Furthermore, buildings that are rented to others may create additional liability exposures that are not covered on an unendorsed homeowner’s insurance policy. For instance, let’s assume you have a studio apartment above a detached garage, which is rented out to a tenant. Or, perhaps a large pole frame structure is being rented to a contractor for use as storage space.

These types of situations create additional liability exposures on your property and they are scenarios that an unendorsed homeowner’s policy will almost definitely not provide coverage for. Some insurance companies may decline to offer a quote if they know that this type of liability risk is present. Even those that will write a homeowner’s policy may require that you purchase an accompanying lessor’s risk policy or endorsement so that the risk presented by these types of exposures is covered elsewhere.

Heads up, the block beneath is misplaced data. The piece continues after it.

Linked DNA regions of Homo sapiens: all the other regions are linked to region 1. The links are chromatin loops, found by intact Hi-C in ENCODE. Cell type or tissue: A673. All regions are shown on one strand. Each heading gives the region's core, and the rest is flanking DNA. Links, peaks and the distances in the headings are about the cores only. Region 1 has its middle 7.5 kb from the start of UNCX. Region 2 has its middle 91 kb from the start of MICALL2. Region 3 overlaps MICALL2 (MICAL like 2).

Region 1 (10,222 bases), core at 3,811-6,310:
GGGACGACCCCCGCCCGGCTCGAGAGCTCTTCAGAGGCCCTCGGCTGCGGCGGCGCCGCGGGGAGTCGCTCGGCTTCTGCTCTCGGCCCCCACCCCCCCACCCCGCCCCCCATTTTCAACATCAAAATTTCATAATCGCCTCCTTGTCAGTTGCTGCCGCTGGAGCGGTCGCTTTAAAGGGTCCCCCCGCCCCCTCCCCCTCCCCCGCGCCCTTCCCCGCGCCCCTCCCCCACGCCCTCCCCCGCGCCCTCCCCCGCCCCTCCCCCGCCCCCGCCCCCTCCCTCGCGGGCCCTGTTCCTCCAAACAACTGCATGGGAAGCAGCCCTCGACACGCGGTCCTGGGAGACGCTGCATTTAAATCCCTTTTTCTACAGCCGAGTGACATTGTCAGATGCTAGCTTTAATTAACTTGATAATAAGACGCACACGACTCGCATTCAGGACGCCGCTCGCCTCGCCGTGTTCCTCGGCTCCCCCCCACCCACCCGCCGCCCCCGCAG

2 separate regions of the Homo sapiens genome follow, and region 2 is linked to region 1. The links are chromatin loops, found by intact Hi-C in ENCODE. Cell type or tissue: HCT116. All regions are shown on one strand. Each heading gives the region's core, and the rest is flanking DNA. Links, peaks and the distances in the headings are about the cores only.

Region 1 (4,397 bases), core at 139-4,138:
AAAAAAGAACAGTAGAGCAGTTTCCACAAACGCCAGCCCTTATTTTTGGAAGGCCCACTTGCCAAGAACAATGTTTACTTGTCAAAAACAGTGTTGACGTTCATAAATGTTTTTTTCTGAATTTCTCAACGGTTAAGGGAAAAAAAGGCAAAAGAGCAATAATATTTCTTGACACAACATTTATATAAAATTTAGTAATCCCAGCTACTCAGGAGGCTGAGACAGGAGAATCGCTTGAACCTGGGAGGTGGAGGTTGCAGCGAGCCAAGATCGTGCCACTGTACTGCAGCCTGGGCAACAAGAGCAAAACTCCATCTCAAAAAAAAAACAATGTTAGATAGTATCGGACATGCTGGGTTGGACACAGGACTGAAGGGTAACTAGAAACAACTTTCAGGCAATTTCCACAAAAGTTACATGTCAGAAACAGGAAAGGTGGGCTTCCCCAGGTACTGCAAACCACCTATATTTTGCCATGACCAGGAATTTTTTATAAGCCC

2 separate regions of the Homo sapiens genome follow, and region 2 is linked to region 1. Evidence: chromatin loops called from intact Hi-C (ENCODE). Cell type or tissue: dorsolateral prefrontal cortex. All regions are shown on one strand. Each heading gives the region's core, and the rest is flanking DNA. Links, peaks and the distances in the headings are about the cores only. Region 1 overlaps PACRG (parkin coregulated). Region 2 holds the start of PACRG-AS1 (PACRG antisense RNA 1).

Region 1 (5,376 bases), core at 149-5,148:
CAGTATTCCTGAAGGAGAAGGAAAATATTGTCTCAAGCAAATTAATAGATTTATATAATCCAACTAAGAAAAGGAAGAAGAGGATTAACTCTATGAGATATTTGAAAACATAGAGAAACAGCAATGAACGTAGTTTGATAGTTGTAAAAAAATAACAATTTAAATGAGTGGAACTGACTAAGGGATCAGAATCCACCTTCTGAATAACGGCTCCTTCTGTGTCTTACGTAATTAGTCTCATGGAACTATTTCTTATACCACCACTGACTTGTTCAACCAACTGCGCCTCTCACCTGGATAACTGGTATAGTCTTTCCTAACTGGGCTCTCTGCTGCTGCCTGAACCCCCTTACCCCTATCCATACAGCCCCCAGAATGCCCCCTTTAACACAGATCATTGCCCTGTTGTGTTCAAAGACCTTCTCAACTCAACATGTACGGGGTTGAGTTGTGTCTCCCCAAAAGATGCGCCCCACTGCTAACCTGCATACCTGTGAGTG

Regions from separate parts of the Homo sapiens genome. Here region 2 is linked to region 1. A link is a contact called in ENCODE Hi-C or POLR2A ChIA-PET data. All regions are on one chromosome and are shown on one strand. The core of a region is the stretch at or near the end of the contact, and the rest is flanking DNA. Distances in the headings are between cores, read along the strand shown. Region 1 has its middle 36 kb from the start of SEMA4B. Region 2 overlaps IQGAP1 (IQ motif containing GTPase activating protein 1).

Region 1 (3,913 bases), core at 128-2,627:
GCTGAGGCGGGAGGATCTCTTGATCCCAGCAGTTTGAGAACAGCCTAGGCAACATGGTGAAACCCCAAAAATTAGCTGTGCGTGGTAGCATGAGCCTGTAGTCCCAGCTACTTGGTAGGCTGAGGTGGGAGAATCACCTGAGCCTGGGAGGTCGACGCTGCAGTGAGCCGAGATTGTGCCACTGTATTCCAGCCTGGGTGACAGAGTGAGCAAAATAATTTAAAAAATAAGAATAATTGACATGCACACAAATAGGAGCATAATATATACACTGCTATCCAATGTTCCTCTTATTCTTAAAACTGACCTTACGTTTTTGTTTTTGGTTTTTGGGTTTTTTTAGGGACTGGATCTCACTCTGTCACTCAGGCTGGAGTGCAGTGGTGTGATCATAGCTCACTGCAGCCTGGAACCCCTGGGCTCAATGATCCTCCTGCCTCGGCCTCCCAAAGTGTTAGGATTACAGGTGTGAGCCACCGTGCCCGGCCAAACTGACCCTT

3. The Condition of Your Outbuildings is Important

The condition of your outbuildings will be important information to your insurance company. Even if you aren’t concerned with replacing an older outbuilding if it would sustain damage, your insurance company doesn’t have the luxury to decide that since Coverage B is automatically included on your homeowner’s policy.

Since the majority of Homeowner’s Insurance policies are written on a replacement cost valuation for the dwelling, which means that the insurance company will pay the costs to replace the damaged or lost property up to the dollar limit stated on the policy, the insurance company will be “on the hook”, legally speaking, to replace a damaged or destroyed outbuilding.